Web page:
I’m sorry to say it but we may have to part ways after all.
You see… I love musicians who bust their ass day in and day out to get gigs in dive bars, who pay for their own tours, and attempt to survive off of merch alone, just because they love music. Paying them the least possible amount in comparison to arena artist, or not offering them space at all on your service is the deal breaker in our relationship. Tom Yorke drives a hard bargain but I’m buying what he is selling. One Hundred and Fifty plays on Spotify equals a fraction of a penny!
Piracy may have “cannibalized” physical record sales and perhaps streaming is a cold hard relief to that, however, independent self-sufficient bands still struggle for decent exposure and minimal paybacks, and streaming services do not answer for that even at the most minuscule level. We truly live in an age of singles and streams, and it’s effecting more than just album sales in the “local” section of the record store.
Last night, I heard Davey Havok say he couldn’t believe how quickly the concert structure and physical/mental involvement dissolved in this new technology vaccum we live in. So quickly we pick up our phones to record. Recently, when a guy was pulled out of the crowd to sing with Beyonce, she had to tell him to put his phone down and sing. Perhaps he wanted to preserve that moment, or maybe he just wanted to post if on facebook for he could get 800+ “likes.” After-all the success of ones accomplishments are measured in “likes” now.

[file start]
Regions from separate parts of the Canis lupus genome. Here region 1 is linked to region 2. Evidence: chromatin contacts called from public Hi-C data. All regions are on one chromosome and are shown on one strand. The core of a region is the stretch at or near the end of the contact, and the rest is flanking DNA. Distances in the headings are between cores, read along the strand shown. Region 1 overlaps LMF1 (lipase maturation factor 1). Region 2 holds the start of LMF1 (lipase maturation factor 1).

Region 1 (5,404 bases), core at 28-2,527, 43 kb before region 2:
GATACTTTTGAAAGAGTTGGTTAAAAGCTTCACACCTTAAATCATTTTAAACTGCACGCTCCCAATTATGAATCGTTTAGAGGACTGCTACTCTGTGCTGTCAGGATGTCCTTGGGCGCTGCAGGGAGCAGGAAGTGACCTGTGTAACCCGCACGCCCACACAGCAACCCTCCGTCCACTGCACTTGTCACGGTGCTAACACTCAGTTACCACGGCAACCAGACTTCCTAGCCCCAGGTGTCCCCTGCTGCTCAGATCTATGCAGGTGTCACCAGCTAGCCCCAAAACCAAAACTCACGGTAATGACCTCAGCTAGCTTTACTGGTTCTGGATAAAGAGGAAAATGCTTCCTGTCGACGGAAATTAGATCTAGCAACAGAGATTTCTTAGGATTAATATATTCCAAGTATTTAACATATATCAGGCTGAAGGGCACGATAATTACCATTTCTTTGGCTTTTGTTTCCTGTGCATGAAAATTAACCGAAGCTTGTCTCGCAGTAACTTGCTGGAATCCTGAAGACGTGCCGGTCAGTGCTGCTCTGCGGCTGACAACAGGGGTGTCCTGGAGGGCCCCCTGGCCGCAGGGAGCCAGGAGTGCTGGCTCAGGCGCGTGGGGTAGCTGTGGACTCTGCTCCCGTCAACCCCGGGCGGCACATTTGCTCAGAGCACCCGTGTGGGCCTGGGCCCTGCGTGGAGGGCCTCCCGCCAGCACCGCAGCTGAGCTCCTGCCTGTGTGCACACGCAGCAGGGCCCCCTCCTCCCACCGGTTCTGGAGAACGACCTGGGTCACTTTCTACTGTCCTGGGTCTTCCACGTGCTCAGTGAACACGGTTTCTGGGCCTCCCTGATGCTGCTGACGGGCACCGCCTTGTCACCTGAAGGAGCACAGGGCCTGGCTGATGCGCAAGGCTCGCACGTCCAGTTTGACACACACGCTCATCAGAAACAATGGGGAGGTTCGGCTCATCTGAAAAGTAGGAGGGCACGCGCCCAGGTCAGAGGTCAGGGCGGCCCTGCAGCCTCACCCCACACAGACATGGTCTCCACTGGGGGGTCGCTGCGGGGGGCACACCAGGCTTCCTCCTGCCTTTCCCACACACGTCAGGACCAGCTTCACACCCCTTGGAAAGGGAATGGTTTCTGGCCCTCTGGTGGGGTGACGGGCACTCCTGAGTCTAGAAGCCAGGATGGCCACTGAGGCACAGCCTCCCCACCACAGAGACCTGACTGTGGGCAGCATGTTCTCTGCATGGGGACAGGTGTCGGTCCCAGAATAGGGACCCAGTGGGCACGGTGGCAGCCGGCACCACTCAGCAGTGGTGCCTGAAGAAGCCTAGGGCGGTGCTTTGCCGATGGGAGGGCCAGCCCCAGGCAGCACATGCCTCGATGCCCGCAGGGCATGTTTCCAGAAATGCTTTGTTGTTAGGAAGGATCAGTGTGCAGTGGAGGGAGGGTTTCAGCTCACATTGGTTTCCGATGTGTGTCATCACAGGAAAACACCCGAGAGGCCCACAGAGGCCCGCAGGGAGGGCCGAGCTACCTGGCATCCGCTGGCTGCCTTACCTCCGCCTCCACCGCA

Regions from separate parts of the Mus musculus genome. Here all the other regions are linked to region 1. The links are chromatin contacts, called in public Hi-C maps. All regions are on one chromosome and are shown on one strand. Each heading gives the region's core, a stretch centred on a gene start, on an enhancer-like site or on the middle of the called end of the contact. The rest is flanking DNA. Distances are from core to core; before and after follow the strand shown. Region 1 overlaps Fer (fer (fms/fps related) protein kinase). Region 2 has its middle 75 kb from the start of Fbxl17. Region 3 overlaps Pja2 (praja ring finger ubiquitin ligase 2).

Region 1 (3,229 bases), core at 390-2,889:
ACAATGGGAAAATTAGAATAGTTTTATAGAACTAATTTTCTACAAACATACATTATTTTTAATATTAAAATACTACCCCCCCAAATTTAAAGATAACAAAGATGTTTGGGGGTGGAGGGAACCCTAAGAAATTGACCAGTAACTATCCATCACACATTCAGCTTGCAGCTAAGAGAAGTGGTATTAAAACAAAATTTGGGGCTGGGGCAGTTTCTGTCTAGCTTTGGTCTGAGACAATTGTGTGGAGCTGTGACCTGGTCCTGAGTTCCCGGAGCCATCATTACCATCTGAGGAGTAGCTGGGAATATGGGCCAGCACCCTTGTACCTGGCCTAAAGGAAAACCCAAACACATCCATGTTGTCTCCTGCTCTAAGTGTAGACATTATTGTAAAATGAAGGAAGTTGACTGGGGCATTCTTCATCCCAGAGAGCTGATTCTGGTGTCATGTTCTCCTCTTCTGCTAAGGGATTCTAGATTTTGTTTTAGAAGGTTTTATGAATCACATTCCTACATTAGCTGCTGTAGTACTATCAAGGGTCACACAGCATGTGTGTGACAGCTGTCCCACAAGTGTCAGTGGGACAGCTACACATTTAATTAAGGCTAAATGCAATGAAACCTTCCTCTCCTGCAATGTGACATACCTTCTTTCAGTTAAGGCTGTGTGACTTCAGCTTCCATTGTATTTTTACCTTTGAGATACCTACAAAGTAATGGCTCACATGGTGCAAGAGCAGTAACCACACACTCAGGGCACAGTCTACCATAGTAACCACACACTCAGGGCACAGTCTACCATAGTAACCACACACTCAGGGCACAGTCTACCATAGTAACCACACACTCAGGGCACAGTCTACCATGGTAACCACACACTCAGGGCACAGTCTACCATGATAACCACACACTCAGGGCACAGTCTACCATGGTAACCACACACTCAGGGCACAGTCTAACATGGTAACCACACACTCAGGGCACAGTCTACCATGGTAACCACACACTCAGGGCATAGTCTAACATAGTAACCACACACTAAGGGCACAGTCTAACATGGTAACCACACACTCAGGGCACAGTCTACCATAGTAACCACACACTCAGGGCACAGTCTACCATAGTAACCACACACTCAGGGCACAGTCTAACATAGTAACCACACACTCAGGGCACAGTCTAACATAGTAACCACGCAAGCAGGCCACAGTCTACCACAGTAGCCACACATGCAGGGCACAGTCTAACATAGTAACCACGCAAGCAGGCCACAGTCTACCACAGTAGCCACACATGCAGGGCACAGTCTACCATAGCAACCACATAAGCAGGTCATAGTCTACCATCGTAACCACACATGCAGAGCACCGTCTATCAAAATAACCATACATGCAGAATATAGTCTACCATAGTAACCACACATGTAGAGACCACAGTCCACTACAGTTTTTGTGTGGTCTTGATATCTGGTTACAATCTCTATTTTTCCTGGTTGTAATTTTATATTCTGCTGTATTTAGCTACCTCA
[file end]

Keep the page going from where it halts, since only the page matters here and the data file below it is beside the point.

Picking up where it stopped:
A new thing is buying concerts online: purchasing live-access/post-access to a concert. No more standing by your computer anxiously awaiting the ticket sale to start, no more standing in line to get in to see your favorite band. No more singing along. No more getting punched in the back, being able to lift your feet off the ground without falling down, and getting hit with sweat from the bass player stage right. The dirty united love of the concert experience is disappearing?
It’s quite intriguing that much of this “social” media is incredibly “unsocial,” and creating an empty void in the music making and music listening community. We truly are “alone together.”